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From "Alexander Klimetschek" <aklim...@day.com>
Subject Re: Access control and node types with WebDAV
Date Tue, 13 Jan 2009 12:18:58 GMT
Hi,

just a short reply:

- I think ACLs that handle modification of properties is part of the
JCR 2.0 standard (but could be wrong here)
- if not, you should think about changing your content model - ACLs
are a main driver for it (see rule 2 in [1])
- BTW, have you looked at Apache Sling [2]? It should reduce your
effort to build a custom REST interface on top of JCR

[1] http://wiki.apache.org/jackrabbit/DavidsModel
[2] http://incubator.apache.org/sling/

Regards,
Alex

On Tue, Jan 13, 2009 at 4:45 AM, Charles Brooking
<public+jackrabbit@charlie.brooking.id.au> wrote:
> Hi all,
>
> I'm currently developing an application that provides two front-ends:
>
>  * a WebDAV servlet (provided by Jackrabbit), and
>  * an application-specific REST (HTML, XML) interface.
>
> I'd be interested in hearing what the consensus is regarding access
> control and node typing in this context. The problem - as I see it - is
> that an application-specific interface can provide a layer between the
> user and the repository, thus preventing bad data being entered, but
> WebDAV potentially allows users to enter anything.
>
> If you use nt:unstructured (or subtypes of nt:folder etc) then there could
> potentially be errant nodes everywhere. I have found node types to be
> effective in preventing WebDAV users from uploading files in places they
> shouldn't. This works in a very crude way, returning a "500 Internal
> Server Error" response, but stops them at least. Is this the intended
> approach?
>
> (In my application, there are strongly-typed "project" nodes at the top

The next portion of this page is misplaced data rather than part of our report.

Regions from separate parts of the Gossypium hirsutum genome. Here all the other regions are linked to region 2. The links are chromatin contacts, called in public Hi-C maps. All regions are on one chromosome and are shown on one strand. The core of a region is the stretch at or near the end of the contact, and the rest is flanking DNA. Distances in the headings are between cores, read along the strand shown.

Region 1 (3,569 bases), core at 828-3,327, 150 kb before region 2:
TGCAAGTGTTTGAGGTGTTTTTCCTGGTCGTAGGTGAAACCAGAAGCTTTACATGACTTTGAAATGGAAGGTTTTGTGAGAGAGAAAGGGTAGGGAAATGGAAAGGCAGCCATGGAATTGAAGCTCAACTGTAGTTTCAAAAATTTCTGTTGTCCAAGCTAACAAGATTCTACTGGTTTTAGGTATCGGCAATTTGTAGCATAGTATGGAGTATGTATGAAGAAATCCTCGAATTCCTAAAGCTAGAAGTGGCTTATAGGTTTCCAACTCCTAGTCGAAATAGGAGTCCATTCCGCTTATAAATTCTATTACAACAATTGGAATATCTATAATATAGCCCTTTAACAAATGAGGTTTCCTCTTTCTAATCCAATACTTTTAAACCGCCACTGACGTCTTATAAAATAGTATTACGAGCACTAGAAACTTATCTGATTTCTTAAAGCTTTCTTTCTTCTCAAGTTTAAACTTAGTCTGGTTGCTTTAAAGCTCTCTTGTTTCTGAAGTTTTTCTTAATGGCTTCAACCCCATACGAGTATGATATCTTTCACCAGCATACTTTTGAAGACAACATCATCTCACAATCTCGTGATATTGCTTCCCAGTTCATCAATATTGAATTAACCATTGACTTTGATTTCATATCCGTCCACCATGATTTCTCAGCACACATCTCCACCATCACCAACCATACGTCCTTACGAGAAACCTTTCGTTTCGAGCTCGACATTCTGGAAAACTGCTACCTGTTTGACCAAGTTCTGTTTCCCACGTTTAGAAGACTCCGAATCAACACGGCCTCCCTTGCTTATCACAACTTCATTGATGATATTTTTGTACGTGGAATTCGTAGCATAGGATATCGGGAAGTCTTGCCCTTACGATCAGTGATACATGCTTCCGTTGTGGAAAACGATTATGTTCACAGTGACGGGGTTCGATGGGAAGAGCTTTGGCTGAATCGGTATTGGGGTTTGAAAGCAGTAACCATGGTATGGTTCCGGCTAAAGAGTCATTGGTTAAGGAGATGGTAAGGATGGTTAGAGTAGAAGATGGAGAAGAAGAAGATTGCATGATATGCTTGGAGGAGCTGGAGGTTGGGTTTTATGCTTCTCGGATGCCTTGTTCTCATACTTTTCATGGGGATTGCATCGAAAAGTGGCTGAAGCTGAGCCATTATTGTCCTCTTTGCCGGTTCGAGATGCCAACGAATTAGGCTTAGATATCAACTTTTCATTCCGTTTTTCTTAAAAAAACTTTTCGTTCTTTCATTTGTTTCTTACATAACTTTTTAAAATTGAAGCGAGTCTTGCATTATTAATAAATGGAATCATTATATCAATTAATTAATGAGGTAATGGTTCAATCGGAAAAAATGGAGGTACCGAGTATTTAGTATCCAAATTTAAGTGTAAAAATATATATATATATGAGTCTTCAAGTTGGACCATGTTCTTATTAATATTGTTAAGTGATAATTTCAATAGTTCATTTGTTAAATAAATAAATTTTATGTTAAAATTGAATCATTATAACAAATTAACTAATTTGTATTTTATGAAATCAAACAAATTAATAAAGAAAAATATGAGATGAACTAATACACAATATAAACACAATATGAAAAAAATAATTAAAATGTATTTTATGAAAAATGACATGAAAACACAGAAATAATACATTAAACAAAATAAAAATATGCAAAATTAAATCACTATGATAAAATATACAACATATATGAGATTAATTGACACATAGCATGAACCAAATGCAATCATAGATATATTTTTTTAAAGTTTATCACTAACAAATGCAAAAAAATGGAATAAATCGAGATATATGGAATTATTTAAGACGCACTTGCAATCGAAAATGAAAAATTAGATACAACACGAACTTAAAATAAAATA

> level, and then only beneath this are subtrees where a user can freely
> manage files and folders. Only these subtrees are intended to be modified
> using WebDAV - the rest should be done through the custom web service.)
>
> The other interesting point is access control. I've written a custom
> AccessManager class and have found this useful both for WebDAV and my own
> servlets: in my servlets, I access the repository through a user-specific
> Jackrabbit session based on credentials provided through HTTP Auth and
> thus access control is handled at the repository level instead of the web
> application level (a very nice benefit of using a JCR, IMO). But it poses
> a minor problem with WebDAV. Although a user has write access to their
> projects - subject to node type constraints - it would be desirable to
> prevent them modifying certain properties. You can only have one
> AccessManager per repository instance, however.
>
> Do people just accept this limitation? Or do people write an AccessManager
> with WebDAV in mind and use a "system session" with additional access
> filters defined at the web application level? Or are there even further
> approaches like using/abusing workspaces that work better? There isn't a
> lot of reference material out there at this point in time...
>
> Look forward to hearing other's thoughts!
>
> Thanks
> Charlie
>
>



-- 
Alexander Klimetschek
alexander.klimetschek@day.com

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